Women have been excluded on and off the field, despite having a deep love for the game. 

A lot of us grew up kicking the footy in the street, the backyard and the local park - in my own little world boys existed for the sole purpose of kick to kick.   

(I sometimes think I should have stuck to that general rule). 

The path to the AFLW has been a long one. Its players are, in many ways, modern day suffragists - brave women who stared down convention and won. 

Debbie Lee, Peta Searle, Lisa Hardeman and others, who fought for respect and a national competition long before it was fashionable to do so, were mocked, ridiculed and abused for fighting for equal rights. 

It’s because of these brave women we now have an elite national competition – (you know that thing that men have had for ages?). 

The AFLW Movement (and it is a movement) is changing society. 

It sends the message to women and girls that it’s ok to play this game. It’s ok to be physical. 

It says don’t get drawn into the feminine stereotype that’s been constructed for you - you can create your own version of what it means to be feminine, what it means to be a girl. 

Sport is changing for the better. 

We’re finally looking at both men and women and celebrating their differences. 

Women’s sport is physically different to men’s but that doesn’t make it any less strategic or passionate – in fact, you could argue relying less on brute force puts more of an emphasis on tactics and strategy making it more of a spectacle. 

We’re seeing less sexploitation of women athletes. This practice still goes on but it’s not as common as it was back in the old Matildas nude calendar days. 

And casual sexism is being called out and this is really important because we know there’s a link between casual sexism, which demeans women, and the sorts of attitudes that give rise to violence against women. 

But please don't think for a moment we’ve made it. 

Despite the advances there’s still a way to go.  

Women athletes are still striving for equal pay, they still don’t have access to the same opportunities and resources as their male counterparts. A sportswoman’s worth is still based on her attractiveness or sex appeal, sexist ‘jokes’ and ‘throwaway lines’ are still part of the landscape and women continue to be underrepresented in positions of power, including the media.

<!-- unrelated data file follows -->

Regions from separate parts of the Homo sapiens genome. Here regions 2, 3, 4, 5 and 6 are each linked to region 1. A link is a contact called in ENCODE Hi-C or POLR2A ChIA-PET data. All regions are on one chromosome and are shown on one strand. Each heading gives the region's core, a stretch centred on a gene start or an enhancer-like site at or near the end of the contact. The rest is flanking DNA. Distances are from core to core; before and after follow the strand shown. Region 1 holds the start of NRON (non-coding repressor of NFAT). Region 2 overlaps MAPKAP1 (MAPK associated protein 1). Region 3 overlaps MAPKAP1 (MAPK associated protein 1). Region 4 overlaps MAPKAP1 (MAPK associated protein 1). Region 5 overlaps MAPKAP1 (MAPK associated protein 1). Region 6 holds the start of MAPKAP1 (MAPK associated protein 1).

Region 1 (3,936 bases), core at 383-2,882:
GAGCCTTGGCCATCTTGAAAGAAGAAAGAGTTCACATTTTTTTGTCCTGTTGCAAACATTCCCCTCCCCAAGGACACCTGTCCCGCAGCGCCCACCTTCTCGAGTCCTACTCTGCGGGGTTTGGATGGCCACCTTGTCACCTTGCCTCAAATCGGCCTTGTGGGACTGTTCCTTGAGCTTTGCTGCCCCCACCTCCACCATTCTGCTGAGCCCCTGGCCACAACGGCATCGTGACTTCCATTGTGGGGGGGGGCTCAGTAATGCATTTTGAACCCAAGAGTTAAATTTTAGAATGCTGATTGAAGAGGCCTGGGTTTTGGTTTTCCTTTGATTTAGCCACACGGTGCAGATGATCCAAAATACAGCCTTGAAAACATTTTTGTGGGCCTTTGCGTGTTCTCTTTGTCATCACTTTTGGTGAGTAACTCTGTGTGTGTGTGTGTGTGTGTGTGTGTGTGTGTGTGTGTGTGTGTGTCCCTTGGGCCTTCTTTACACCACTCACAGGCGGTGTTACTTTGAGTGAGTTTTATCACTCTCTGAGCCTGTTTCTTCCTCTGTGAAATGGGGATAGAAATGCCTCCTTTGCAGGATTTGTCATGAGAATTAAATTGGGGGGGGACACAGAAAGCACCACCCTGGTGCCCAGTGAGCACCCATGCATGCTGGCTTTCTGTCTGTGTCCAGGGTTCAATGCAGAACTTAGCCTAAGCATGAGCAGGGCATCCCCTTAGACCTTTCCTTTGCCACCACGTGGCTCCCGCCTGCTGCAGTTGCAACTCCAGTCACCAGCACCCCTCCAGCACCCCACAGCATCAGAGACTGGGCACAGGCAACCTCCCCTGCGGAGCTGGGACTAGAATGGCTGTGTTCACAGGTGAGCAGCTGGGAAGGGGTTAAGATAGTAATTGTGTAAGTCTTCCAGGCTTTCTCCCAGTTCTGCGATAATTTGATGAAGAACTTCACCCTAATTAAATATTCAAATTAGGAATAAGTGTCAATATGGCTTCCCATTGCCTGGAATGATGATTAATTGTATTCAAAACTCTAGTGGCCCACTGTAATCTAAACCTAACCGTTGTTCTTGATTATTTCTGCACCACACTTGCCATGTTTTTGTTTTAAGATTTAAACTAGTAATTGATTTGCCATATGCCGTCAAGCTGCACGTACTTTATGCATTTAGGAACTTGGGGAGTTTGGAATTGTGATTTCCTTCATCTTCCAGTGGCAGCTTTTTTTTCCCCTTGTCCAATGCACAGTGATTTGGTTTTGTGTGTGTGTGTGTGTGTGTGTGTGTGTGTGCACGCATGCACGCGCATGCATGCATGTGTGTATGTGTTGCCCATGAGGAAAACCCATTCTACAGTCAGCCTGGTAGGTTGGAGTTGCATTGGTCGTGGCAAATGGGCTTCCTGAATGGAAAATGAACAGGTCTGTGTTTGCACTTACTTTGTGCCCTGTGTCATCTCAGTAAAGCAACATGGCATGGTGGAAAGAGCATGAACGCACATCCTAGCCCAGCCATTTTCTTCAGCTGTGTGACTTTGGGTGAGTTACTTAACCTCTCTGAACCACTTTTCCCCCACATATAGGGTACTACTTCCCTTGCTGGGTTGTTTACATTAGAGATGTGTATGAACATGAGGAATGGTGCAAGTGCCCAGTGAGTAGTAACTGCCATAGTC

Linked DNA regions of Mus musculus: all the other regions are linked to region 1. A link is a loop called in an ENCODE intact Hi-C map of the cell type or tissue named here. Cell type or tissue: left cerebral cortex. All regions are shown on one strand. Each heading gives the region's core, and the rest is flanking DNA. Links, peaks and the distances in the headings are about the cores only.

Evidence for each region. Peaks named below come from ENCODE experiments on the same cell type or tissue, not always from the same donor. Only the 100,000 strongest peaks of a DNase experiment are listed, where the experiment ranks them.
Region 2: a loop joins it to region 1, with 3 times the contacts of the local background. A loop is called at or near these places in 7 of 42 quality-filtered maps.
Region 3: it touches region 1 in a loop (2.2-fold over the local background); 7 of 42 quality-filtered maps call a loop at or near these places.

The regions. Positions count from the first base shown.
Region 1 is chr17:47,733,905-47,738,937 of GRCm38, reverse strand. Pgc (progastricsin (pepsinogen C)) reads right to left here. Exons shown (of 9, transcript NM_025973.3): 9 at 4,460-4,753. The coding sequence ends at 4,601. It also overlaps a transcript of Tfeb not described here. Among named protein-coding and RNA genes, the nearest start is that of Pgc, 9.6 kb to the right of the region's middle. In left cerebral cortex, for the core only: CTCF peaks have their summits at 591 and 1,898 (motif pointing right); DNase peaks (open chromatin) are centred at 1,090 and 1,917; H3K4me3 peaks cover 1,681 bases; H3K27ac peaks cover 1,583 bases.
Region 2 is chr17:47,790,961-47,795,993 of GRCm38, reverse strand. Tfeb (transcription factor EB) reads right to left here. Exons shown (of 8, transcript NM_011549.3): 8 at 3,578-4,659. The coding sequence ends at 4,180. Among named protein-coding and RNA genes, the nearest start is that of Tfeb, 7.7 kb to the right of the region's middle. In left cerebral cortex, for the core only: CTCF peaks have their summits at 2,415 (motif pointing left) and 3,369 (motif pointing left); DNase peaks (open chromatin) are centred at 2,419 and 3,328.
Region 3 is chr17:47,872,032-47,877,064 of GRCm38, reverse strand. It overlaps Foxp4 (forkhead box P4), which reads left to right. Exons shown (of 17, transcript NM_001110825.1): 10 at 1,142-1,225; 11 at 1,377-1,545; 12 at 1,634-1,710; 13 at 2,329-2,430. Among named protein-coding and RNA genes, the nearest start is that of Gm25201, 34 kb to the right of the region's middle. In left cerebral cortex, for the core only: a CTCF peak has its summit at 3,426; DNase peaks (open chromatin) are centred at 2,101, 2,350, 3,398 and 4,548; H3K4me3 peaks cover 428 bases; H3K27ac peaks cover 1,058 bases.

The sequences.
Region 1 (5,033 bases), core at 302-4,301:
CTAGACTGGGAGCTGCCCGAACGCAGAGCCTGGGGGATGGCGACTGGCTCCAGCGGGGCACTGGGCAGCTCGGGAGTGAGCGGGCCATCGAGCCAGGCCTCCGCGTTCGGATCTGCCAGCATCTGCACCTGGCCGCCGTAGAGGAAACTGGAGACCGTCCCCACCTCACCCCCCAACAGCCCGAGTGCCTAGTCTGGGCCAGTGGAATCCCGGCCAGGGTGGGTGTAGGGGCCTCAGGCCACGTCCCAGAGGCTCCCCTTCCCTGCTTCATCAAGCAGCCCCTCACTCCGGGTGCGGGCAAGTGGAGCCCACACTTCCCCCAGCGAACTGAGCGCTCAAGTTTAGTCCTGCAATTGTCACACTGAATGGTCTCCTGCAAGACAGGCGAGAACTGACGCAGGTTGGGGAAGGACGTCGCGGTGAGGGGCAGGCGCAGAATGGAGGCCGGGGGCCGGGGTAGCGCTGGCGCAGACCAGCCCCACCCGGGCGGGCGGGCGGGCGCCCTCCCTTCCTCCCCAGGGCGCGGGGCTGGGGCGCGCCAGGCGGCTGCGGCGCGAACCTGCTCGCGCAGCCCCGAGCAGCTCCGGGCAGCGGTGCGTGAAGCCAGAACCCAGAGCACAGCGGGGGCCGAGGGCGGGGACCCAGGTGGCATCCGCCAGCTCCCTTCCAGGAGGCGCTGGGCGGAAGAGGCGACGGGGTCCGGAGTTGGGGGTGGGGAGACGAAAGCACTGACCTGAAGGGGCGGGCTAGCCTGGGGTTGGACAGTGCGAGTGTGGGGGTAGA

So how can the new sporting landscape help end violence against women? 

Firstly, sport is our national obsession. 

Sport is accessible - it reaches boys, men, girls and women. 

And sport is at its best when it’s connected to something much bigger. 

This is why it can drive positive change in attitudes and behaviours. 

There is a huge body of respected research to show that gender inequality drives violence against women. That disrespect towards women and rigid gender stereotypes are key drivers of this unacceptable violence.  

Sport is starting to understand the link between sexism and violence against women, and its using its power and influence to change the story. 

Prevention work is about far more than simply raising awareness and putting one woman in the board room or on a sports panel show.  

It’s about changing culture, changing the rules by which we play, and changing the environments we operate in. 

It’s about working hard to ensure a level playing field is a reality for players, staff members, volunteers, fans and anyone connected to the clubs.  

It’s about extending the principles of equality and fairness beyond the field into the boardroom, the coach’s box, the stands, the change rooms, and the media. 

It’s about sporting organisations setting the standard of zero tolerance for sexism, discrimination and violence against women. 

For sports leaders and role models, it’s about stamping out sexism and inequality – setting the tone, and the example, for others to follow.  

It’s about creating inclusive, equitable, healthy and safe environments for men and women, boys and girls.  

I can’t tell you how excited I was when I heard AFLW players speak out against the crappy idea of a 6-week regular season next year. As someone who watches cultural change in sport closely this was a significant shift. The players have found their voice, just as the mighty Matildas did in 2015 when they demanded better pay and respect. 

Or how excited I was when Richmond superstar Jack Riewoldt sat on stage at the season launch and spoke about re-defining masculinity. We would never have heard that 20, 10, 5 or even two years ago. 

Or how excited I was when jockey Michelle Payne told the doubters to get stuffed. 

This is cultural change. 

Women in sport can’t just sit back and wait for things to happen organically… because we know how that plays out for women. 

Organic is good when it comes to fruit and vegetables… but when it comes to social change, organic doesn’t cut it. 

We need action. 

We need intervention. 

We need acts of courage. 

We need leadership. 

It’s not the job of sport alone to end violence against women.  

But sport provides a platform to promote women’s participation and opportunities, challenge gender stereotypes and roles and encourage respectful and equal relationships.  

It has to be a team effort, and if we all work together, sport can help change the story that ends in violence against women.  

Rest assured, I will keep going. 

I’m feeling invincible again. 

Thank you.